Afraid Of Going To The Dentist? Fear Has Big Price Tag.

Posted on Aug 15, 2017 by William J. Claiborne, DDS MS

In my periodontal specialty, I see a large number of patients who have developed gum disease or have lost teeth because they were too afraid to go to a dentist. Some people have even avoided dental care for decades. Yet, like a leaky roof on a house, ignoring the problem only leads to bigger, more complicated issues to deal with eventually that can’t be avoided.

Dental fear is a major problem in the U.S. and is a contributing factor to developing periodontal disease. Because gum disease begins without obvious warning signs, it is often allowed to develop further. This can create more complex problems and the need for treatment that is more involved and costly than if caught early on.

Gum disease, at some level, affects over 47% of American adults. However, most Americans are unfamiliar with the typical warning signs. These include tender gums that bleed easily when brushing, bad breath and swollen gums. As the disease progresses, gums become redder from inflammation and may recede from teeth, exposing tooth roots segments that are sensitive to hot and cold.

While it is estimated that over 70% of adults have some level of dental fear, from anxiety to dental phobia (an uncontrollable reaction that causes some adults to shake, sweat or even cry when faced with a dental visit), there is no typical persona when it comes to who has dental fear and who does not. There is no common age, gender or educational level, nor is there a typical income level.

What is ‘normal,’ so to speak, is the fact that most dental fear exists because of a traumatic experience in a dental chair in the past. This may have been as a child when a dentist was too rough or forceful. It may have been as an adult when the patient was not yet numb, yet the dentist continued to work on a tooth.

Dental fear, once embedded in the brain, often triggers perceived pain in the future. What exacerbates it is how it leaves a patient feeling vulnerable. When reclined in a treatment chair and unable to see what is taking place in a sensitive area such as the mouth, there is a sense of not being in control. For those who have experienced pain thrust upon them in the past that continued beyond their pleas, this sensation of helplessness is not something that is easily overcome.

In our office, we frequently see patients because they are beyond what can be treated by a general dentist. A Periodontist specializes in all levels of gum disease. This means that we have the best potential to help you save your natural teeth, even when at advanced levels.

While red, inflamed gums may not sound highly serious, they are. Research has shown that the oral bacteria of periodontal disease can enter the bloodstream and create inflammatory reactions. This is known as systemic inflammation. This inflammation has been linked to serious health problems including pre-term babies, heart disease, stroke, diabetes, arthritis, high blood pressure, some cancers, impotency and even Alzheimer’s disease.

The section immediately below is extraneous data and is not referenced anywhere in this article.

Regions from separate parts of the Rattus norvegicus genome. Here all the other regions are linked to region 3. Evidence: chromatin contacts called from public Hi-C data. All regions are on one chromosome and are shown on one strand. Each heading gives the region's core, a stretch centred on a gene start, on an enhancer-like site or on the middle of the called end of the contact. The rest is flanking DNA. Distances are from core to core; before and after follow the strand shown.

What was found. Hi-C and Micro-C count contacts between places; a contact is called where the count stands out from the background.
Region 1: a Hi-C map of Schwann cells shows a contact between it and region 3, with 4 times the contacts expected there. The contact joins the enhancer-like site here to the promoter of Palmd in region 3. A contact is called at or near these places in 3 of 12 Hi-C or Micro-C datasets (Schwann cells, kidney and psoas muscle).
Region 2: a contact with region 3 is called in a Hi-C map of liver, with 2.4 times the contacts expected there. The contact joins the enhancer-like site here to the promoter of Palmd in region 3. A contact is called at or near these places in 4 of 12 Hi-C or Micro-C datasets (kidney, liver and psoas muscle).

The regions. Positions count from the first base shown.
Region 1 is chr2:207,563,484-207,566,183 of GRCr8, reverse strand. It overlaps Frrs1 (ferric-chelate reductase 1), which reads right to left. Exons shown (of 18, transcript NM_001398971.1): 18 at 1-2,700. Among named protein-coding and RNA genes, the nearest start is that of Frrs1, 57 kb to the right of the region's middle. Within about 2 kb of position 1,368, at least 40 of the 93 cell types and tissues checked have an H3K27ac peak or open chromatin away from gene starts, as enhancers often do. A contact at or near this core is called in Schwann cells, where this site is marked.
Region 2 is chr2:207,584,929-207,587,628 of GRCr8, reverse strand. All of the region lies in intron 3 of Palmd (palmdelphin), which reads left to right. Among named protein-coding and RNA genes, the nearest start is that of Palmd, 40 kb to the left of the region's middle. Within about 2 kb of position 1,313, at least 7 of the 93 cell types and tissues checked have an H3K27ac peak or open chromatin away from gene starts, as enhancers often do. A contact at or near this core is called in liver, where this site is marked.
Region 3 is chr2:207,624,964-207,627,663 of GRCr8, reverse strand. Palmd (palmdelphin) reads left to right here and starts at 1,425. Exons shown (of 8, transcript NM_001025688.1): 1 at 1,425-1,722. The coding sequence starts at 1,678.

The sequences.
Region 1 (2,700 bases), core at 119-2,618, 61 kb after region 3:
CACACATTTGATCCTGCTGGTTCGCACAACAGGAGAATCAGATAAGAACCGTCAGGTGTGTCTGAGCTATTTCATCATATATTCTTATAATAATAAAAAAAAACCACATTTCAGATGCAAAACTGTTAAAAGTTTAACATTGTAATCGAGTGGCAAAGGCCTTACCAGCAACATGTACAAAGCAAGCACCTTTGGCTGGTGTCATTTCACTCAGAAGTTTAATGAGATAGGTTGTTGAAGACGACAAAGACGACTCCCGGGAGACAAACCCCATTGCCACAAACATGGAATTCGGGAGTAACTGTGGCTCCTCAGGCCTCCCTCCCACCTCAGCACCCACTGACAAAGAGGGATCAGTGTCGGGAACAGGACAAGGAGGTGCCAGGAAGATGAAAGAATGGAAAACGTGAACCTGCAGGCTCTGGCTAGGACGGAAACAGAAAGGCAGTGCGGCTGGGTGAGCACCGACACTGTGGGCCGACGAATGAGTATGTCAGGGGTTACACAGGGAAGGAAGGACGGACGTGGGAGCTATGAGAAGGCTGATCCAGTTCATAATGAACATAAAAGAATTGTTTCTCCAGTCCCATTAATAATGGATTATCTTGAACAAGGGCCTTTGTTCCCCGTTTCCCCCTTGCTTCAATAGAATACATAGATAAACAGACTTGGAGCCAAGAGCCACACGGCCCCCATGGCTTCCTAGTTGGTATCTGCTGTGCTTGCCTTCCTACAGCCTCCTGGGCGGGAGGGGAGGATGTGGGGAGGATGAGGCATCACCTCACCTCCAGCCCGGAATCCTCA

Signs of gum disease

Apparently, healthy gums are important to having good, overall health. Your periodontal wellness is important and dental fear can be addressed so you can achieve a healthy, confident smile without feeling white-knuckled in the dental chair! We offer oral sedation, which is in pill form, for relaxation. We also offer I.V. sedation that creates a “twilight sleep” state.

Both sedation options are safe. Trained staff monitor sedated patients throughout treatment using special safety equipment. Both tend to erase most, if not all, memory of treatment afterward and recovery for both is fairly quick. Within hours for oral sedation and without 24 hours for I.V. sedation.

However, as a dental specialist AND a caring, compassionate caregiver, I have seen patients relax the most when they realize our goal is to make sure they are always comfortable. We never want a patient to feel helpless or vulnerable in our dental chair. Once a new patient explains their concerns about comfort and we discuss options to keep them relaxed and comfortable, we will determine – together – the best sedation and pace of treatment that fits.

Consider beginning with a consultation appointment so we can get to know one another. We can arrange to meet in our private consultation room that is removed from the clinical side of the practice. Here, we’ll sit in comfy arm chairs and have a conversation about your specific needs.

Call 828-274-9440 and let’s get your smile in great shape! After all, having a smile that looks as good as it feels is a reason, in itself, to smile!

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